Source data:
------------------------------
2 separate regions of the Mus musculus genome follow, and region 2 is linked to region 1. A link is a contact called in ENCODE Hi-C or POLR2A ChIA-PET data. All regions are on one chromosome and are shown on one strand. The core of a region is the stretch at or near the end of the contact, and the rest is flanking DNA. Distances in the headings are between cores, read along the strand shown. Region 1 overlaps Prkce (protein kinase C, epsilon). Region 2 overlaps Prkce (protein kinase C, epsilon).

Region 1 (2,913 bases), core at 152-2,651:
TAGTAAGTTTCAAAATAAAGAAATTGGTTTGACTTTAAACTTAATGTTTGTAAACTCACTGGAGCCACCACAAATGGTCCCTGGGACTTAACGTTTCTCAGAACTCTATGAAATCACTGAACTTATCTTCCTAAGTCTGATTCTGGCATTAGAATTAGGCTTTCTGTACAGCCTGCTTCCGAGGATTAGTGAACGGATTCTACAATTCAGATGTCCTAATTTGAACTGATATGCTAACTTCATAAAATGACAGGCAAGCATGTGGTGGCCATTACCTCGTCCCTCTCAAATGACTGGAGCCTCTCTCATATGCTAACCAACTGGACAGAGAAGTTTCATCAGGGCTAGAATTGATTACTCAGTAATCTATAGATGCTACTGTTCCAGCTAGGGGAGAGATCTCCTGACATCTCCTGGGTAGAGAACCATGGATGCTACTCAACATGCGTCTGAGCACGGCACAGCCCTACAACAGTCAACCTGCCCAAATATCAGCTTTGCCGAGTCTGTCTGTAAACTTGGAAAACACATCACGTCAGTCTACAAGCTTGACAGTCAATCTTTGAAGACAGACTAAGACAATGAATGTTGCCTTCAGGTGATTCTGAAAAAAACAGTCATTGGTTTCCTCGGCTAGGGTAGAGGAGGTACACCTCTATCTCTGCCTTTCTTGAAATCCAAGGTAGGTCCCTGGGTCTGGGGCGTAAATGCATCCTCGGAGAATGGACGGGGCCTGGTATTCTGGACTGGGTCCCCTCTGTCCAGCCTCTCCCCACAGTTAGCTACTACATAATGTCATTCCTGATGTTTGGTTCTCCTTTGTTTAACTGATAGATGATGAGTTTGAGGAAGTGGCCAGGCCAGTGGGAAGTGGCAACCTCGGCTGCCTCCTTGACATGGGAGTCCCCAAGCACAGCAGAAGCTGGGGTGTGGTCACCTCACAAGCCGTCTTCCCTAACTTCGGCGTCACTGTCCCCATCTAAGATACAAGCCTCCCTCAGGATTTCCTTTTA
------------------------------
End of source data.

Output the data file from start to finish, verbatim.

2 separate regions of the Mus musculus genome follow, and region 2 is linked to region 1. A link is a contact called in ENCODE Hi-C or POLR2A ChIA-PET data. All regions are on one chromosome and are shown on one strand. The core of a region is the stretch at or near the end of the contact, and the rest is flanking DNA. Distances in the headings are between cores, read along the strand shown. Region 1 overlaps Prkce (protein kinase C, epsilon). Region 2 overlaps Prkce (protein kinase C, epsilon).

Region 1 (2,913 bases), core at 152-2,651:
TAGTAAGTTTCAAAATAAAGAAATTGGTTTGACTTTAAACTTAATGTTTGTAAACTCACTGGAGCCACCACAAATGGTCCCTGGGACTTAACGTTTCTCAGAACTCTATGAAATCACTGAACTTATCTTCCTAAGTCTGATTCTGGCATTAGAATTAGGCTTTCTGTACAGCCTGCTTCCGAGGATTAGTGAACGGATTCTACAATTCAGATGTCCTAATTTGAACTGATATGCTAACTTCATAAAATGACAGGCAAGCATGTGGTGGCCATTACCTCGTCCCTCTCAAATGACTGGAGCCTCTCTCATATGCTAACCAACTGGACAGAGAAGTTTCATCAGGGCTAGAATTGATTACTCAGTAATCTATAGATGCTACTGTTCCAGCTAGGGGAGAGATCTCCTGACATCTCCTGGGTAGAGAACCATGGATGCTACTCAACATGCGTCTGAGCACGGCACAGCCCTACAACAGTCAACCTGCCCAAATATCAGCTTTGCCGAGTCTGTCTGTAAACTTGGAAAACACATCACGTCAGTCTACAAGCTTGACAGTCAATCTTTGAAGACAGACTAAGACAATGAATGTTGCCTTCAGGTGATTCTGAAAAAAACAGTCATTGGTTTCCTCGGCTAGGGTAGAGGAGGTACACCTCTATCTCTGCCTTTCTTGAAATCCAAGGTAGGTCCCTGGGTCTGGGGCGTAAATGCATCCTCGGAGAATGGACGGGGCCTGGTATTCTGGACTGGGTCCCCTCTGTCCAGCCTCTCCCCACAGTTAGCTACTACATAATGTCATTCCTGATGTTTGGTTCTCCTTTGTTTAACTGATAGATGATGAGTTTGAGGAAGTGGCCAGGCCAGTGGGAAGTGGCAACCTCGGCTGCCTCCTTGACATGGGAGTCCCCAAGCACAGCAGAAGCTGGGGTGTGGTCACCTCACAAGCCGTCTTCCCTAACTTCGGCGTCACTGTCCCCATCTAAGATACAAGCCTCCCTCAGGATTTCCTTTTA